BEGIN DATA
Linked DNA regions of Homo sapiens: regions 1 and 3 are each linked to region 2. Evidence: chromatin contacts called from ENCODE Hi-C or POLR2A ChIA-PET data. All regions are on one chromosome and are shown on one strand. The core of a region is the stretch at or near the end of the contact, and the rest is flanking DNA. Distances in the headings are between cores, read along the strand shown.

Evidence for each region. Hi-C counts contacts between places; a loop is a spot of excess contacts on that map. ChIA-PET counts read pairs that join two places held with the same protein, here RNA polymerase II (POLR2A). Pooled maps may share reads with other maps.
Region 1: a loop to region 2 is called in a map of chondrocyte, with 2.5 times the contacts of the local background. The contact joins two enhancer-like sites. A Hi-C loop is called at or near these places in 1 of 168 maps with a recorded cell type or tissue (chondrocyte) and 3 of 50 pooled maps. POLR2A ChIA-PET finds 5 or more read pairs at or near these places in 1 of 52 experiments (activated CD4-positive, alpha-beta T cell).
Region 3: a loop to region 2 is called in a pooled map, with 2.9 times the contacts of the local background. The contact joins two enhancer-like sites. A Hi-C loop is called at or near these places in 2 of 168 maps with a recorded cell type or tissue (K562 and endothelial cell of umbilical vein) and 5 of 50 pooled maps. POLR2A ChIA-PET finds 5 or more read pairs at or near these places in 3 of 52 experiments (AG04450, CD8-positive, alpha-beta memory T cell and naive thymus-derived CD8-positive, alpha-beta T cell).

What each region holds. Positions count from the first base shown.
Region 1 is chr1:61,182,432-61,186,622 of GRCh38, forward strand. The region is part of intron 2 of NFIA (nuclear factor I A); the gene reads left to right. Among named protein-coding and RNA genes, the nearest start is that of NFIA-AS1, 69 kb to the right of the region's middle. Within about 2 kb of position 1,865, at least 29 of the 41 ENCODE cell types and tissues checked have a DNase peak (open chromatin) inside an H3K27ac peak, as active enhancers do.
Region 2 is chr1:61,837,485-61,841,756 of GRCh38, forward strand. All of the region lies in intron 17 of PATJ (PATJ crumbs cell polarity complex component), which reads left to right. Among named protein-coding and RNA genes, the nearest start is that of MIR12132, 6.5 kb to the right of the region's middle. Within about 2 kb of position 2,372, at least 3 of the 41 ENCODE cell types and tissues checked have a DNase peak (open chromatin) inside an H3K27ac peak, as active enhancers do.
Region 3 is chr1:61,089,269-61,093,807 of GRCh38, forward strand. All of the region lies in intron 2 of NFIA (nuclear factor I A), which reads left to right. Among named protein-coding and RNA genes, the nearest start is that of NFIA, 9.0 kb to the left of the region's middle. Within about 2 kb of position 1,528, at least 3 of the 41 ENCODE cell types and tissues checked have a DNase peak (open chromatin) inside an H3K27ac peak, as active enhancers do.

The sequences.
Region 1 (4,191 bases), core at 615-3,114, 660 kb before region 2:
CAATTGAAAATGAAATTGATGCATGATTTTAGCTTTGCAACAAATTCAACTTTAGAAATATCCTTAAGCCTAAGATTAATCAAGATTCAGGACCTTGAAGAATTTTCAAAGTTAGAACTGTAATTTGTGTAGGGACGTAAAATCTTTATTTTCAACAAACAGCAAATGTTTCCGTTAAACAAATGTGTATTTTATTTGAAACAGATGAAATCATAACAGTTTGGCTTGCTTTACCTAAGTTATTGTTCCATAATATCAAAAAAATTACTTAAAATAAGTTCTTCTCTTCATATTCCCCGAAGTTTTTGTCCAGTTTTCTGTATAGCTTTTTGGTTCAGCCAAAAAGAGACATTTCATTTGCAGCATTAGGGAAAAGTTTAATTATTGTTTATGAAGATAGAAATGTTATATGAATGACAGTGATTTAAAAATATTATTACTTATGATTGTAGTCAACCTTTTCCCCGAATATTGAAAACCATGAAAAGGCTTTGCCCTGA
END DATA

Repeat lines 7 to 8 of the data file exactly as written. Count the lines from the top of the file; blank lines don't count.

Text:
Region 2 is chr1:61,837,485-61,841,756 of GRCh38, forward strand. All of the region lies in intron 17 of PATJ (PATJ crumbs cell polarity complex component), which reads left to right. Among named protein-coding and RNA genes, the nearest start is that of MIR12132, 6.5 kb to the right of the region's middle. Within about 2 kb of position 2,372, at least 3 of the 41 ENCODE cell types and tissues checked have a DNase peak (open chromatin) inside an H3K27ac peak, as active enhancers do.
Region 3 is chr1:61,089,269-61,093,807 of GRCh38, forward strand. All of the region lies in intron 2 of NFIA (nuclear factor I A), which reads left to right. Among named protein-coding and RNA genes, the nearest start is that of NFIA, 9.0 kb to the left of the region's middle. Within about 2 kb of position 1,528, at least 3 of the 41 ENCODE cell types and tissues checked have a DNase peak (open chromatin) inside an H3K27ac peak, as active enhancers do.